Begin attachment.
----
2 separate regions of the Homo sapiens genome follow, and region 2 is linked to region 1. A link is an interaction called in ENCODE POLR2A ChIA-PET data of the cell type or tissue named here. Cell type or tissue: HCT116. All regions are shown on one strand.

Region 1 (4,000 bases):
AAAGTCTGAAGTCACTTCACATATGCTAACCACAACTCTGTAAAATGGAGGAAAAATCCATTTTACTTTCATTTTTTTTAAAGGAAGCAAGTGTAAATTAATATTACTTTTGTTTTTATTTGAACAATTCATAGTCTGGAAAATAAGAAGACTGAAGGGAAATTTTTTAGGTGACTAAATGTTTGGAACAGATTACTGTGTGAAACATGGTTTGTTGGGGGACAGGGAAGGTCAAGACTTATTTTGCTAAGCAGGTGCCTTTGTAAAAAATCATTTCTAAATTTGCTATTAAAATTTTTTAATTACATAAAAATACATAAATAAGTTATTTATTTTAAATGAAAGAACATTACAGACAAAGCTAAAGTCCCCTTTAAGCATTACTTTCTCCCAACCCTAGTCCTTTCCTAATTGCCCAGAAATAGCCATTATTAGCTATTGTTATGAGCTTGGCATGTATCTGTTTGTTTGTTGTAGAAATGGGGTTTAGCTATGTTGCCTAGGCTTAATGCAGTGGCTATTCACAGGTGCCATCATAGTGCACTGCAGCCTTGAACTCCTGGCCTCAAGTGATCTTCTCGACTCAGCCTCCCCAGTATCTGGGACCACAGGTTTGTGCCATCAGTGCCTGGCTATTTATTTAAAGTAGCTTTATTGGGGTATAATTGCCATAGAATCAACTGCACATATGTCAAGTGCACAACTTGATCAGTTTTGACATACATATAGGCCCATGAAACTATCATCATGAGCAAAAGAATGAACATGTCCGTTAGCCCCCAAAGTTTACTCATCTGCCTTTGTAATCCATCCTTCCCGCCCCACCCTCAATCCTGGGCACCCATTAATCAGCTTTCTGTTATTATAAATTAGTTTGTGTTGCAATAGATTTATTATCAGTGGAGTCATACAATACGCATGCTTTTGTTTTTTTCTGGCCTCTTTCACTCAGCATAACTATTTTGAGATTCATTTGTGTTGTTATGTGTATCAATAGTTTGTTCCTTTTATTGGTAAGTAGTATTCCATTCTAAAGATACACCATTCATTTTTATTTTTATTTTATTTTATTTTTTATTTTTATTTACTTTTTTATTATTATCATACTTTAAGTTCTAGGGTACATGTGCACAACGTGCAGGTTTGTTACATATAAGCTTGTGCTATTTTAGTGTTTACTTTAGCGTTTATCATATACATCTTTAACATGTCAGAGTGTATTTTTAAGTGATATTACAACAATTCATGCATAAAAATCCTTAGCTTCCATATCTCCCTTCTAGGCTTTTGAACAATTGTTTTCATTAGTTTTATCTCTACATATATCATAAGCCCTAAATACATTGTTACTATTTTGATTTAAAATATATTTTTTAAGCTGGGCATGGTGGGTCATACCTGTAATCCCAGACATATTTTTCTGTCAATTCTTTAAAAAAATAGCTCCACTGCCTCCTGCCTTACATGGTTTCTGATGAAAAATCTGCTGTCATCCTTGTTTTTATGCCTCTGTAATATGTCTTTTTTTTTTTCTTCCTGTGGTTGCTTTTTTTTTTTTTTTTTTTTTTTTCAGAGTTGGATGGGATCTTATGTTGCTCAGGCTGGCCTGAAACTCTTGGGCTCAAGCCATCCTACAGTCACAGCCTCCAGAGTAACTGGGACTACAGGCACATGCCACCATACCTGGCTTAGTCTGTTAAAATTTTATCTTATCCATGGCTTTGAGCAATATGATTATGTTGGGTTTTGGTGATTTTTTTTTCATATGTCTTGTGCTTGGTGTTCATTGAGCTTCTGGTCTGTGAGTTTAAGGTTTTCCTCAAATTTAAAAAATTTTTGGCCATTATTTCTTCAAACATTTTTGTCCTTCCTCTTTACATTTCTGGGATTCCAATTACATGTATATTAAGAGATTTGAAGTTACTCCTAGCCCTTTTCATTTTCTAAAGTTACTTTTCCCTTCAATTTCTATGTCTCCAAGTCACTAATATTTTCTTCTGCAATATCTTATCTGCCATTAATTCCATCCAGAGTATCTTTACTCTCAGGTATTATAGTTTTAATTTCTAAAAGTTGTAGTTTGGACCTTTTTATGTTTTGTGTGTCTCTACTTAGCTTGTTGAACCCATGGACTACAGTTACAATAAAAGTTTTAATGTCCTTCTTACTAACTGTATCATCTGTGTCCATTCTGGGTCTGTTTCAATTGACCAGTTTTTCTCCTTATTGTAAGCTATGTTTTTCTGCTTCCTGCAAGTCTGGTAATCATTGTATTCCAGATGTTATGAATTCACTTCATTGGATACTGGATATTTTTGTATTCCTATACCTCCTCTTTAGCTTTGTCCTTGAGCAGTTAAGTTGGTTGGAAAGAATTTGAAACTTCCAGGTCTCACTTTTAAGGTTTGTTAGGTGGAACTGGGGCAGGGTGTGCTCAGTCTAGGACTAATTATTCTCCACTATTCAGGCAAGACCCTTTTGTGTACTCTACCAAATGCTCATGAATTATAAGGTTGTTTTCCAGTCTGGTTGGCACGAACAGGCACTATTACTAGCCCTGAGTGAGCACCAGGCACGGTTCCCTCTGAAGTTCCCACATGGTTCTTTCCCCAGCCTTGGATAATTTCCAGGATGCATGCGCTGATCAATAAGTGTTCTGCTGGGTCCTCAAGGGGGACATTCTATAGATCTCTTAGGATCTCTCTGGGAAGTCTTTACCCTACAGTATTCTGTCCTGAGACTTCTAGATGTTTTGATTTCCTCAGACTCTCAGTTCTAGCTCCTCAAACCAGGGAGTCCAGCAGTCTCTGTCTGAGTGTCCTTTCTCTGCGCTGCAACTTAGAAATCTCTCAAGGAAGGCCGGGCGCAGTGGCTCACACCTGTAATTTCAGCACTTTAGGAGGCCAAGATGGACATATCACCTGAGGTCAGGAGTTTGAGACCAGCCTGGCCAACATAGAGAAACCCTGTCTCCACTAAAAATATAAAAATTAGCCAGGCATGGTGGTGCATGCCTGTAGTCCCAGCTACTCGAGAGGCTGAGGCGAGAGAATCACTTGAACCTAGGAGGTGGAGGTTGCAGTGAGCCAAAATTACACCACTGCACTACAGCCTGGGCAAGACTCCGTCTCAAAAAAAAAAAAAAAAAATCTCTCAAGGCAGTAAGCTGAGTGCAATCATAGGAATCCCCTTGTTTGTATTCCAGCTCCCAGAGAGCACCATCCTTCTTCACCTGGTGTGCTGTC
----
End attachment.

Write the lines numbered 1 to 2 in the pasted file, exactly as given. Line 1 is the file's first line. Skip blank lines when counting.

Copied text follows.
2 separate regions of the Homo sapiens genome follow, and region 2 is linked to region 1. A link is an interaction called in ENCODE POLR2A ChIA-PET data of the cell type or tissue named here. Cell type or tissue: HCT116. All regions are shown on one strand.

Region 1 (4,000 bases):